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How to get the best performance out of Salesforce and other SaaS apps

Sean Armstrong, AppNeta Director of Product Management | Jan. 29, 2015
Seven ways to resolve Salesforce and many other SaaS performance issues.

Software-as-a-Service (SaaS) has become a standard consideration for even the largest companies, but the tools IT teams have traditionally used for application performance monitoring aren't designed for these online tools. IT needs another way to make sure SaaS applications such as are working properly.

In order to understand and get full visibility into SaaS applications and how they are performing, you need to do the following:

1. Measure the actual end-user experience. If you could perform synthetic transactions, logging into a SaaS service like a real user and using the application like a real user, this would allow you to directly measure how long it takes to perform common actions. You could look at how long it takes to, for example, activate a Salesforce account today versus what the application was able to do yesterday. You may find that the service is functioning properly but running slower than users may expect. You could detect if any part of the application is not working at all or if it's not working up to the expectations of the user or the SLA. To do this accurately, you would need to do it from your own location over your own network, making it as realistic a representation of the actual user experience as possible. 

2. Identify what is competing for resources on your network. Today, every employee has one or more devices capable of streaming high definition images and audio, most of which will automatically connect to the company wireless network. Now that companies have many of their critical apps connecting to the Internet, those critical apps can be competing for resources with the recreational apps. A single Google Hangout videoconference consumes more bandwidth than 20 sales people on Salesforce, and usually the network is going to treat them exactly the same.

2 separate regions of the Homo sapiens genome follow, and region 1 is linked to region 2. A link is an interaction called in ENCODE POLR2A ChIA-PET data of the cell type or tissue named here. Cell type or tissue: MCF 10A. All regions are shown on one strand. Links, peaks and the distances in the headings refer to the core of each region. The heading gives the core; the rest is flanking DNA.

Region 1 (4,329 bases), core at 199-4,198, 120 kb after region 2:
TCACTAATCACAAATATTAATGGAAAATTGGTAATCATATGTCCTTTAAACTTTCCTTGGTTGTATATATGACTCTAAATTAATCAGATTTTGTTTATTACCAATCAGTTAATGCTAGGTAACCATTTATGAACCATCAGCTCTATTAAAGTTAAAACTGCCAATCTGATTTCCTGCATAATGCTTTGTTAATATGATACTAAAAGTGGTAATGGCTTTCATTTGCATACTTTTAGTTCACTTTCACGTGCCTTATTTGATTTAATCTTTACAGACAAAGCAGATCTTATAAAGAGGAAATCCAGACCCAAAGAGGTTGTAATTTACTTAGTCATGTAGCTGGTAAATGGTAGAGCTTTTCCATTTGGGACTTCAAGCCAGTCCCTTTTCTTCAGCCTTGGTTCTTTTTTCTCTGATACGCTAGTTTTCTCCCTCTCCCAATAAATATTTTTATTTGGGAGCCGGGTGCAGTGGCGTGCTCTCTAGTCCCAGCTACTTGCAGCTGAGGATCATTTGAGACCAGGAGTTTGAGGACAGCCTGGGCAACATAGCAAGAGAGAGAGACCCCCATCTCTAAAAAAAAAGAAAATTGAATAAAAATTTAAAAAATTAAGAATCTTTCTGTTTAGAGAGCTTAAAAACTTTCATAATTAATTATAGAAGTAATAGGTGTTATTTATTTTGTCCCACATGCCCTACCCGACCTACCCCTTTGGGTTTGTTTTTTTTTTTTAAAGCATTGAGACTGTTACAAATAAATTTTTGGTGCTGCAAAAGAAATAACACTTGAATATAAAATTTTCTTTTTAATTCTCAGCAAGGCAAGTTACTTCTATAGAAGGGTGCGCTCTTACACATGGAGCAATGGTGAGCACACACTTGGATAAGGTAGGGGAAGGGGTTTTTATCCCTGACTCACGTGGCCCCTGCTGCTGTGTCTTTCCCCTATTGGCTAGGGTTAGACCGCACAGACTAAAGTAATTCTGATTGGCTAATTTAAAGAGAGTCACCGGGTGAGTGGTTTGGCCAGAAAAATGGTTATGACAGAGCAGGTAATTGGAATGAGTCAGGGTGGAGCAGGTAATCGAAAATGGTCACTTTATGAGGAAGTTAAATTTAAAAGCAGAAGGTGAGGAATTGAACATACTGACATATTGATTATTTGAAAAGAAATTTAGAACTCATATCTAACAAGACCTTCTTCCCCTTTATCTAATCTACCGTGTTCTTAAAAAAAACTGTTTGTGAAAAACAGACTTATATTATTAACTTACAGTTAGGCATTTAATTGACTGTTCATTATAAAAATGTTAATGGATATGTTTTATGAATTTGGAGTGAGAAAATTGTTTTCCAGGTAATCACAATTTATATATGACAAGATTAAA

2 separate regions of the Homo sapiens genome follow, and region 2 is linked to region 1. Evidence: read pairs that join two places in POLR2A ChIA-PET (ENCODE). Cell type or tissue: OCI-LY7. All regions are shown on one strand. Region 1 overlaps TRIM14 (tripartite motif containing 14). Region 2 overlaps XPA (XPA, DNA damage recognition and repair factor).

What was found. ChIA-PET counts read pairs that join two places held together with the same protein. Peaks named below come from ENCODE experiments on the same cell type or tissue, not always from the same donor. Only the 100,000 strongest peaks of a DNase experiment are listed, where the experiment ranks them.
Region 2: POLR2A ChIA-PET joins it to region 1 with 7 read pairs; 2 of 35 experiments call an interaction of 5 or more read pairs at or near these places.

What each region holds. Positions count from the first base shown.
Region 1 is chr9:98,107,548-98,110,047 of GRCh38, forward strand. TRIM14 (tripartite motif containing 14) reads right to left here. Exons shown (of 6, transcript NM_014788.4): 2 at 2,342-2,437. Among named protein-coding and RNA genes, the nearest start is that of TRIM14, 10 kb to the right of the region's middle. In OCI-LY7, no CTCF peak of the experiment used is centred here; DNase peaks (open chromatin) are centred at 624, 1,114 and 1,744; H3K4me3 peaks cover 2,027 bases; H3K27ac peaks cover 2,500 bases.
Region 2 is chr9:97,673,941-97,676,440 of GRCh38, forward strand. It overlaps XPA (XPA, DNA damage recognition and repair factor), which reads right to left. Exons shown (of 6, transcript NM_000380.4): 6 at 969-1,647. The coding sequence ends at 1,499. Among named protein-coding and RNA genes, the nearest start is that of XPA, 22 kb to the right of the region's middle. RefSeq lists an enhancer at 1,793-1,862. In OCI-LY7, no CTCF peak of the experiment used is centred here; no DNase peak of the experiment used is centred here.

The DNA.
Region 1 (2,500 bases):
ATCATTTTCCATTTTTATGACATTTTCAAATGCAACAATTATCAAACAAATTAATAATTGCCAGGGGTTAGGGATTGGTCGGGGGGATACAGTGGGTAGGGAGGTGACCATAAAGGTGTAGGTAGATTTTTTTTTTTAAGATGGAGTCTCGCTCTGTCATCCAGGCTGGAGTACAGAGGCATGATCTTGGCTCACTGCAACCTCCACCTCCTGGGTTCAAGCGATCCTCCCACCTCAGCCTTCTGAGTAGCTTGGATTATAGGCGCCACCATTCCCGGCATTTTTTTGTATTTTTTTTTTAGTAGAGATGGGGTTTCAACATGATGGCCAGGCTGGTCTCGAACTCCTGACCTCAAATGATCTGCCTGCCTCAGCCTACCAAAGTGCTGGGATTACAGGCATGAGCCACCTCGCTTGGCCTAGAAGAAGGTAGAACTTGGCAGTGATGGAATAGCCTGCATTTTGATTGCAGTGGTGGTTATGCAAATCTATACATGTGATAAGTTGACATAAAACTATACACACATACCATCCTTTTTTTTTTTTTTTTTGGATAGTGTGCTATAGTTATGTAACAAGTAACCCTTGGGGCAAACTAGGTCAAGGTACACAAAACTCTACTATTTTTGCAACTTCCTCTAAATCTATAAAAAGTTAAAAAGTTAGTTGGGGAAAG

Since everything is web-based now, you need to identify how many applications are in use on your network and how many people are running them. An increase in network traffic is going to reduce bandwidth and further erode SaaS performance. By understanding where your resources are being consumed, you can determine if there are any apps that shouldn't be allowed to consume capacity.

One thing you can do is set up a separate wireless network for the mobile devices employees are using and prevent them from going on the regular network through the use of MAC address filtering. By doing that, you can dedicate bandwidth to each network separately, gaining control over how much capacity is available to different devices.

3. Find and fix network problems. If you're not getting what you paid for from your ISP, or your network isn't configured properly, or your wireless isn't working as expected, that can have an effect on every application. Network issues tend to be localized differently than application issues, and they tend to be sporadic -- 90% of the delivery path of a SaaS app is beyond your firewall. By monitoring the network all the way back to its hosting site, you can understand if the underlying infrastructure is up to the task of delivering a quality application experience to.


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